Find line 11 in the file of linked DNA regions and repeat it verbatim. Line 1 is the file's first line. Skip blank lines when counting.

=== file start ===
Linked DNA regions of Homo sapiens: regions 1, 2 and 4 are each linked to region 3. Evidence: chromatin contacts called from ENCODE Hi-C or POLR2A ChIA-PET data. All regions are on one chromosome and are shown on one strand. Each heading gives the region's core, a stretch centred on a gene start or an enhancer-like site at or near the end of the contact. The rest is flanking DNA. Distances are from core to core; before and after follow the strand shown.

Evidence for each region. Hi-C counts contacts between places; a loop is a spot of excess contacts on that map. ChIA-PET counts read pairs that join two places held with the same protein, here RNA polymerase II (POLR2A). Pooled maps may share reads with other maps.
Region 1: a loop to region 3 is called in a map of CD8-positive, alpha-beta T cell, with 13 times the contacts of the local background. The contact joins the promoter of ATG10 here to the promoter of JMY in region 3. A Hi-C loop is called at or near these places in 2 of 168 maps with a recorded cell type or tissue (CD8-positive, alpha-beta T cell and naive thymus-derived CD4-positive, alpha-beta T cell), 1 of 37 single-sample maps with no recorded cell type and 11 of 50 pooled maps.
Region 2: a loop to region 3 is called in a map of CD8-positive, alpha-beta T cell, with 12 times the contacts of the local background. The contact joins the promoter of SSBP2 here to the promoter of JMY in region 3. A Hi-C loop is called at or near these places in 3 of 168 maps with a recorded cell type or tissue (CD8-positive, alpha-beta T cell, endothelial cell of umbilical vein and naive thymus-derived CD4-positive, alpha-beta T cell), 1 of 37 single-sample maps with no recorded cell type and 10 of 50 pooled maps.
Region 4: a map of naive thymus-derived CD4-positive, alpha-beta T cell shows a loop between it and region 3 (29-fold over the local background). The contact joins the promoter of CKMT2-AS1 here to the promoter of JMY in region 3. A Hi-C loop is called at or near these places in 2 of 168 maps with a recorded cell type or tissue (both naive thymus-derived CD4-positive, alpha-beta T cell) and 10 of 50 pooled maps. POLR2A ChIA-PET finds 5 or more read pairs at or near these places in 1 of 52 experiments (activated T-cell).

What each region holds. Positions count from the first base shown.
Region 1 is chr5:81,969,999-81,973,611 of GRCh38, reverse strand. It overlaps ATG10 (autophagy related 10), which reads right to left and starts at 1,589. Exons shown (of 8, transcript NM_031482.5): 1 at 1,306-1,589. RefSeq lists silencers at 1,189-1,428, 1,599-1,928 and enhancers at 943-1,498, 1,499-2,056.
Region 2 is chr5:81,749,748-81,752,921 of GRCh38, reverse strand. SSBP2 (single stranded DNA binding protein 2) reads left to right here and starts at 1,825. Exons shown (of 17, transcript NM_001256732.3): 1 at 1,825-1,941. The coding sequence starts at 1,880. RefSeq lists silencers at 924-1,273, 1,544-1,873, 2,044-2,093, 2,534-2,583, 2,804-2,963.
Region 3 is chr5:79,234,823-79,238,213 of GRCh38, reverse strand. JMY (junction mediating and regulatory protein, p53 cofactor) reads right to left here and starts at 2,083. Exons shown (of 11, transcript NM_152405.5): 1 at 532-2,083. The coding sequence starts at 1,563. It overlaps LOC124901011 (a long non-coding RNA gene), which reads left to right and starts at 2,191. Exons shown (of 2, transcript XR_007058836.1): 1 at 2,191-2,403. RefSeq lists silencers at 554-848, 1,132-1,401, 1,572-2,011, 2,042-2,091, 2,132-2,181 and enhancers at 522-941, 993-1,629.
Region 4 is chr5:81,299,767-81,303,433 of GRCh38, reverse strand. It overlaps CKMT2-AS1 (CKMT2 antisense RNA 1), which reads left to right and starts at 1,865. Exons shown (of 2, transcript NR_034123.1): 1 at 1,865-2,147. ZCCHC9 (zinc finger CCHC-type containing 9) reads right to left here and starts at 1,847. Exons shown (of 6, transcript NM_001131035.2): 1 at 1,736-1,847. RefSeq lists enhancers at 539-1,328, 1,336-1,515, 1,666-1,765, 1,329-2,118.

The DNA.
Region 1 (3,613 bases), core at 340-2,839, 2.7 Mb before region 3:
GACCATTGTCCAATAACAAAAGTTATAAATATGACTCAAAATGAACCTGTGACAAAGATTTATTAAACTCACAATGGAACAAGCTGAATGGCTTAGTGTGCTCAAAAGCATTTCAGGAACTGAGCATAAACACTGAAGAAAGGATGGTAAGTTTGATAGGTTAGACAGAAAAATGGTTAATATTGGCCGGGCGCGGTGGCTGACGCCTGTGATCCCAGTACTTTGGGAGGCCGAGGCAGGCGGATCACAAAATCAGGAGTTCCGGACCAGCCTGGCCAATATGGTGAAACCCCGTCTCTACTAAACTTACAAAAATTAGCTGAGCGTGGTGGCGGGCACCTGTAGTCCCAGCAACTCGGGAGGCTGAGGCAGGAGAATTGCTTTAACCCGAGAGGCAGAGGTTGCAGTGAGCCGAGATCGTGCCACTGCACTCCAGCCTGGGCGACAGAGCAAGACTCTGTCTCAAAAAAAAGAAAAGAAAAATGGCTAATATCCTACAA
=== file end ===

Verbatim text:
The DNA.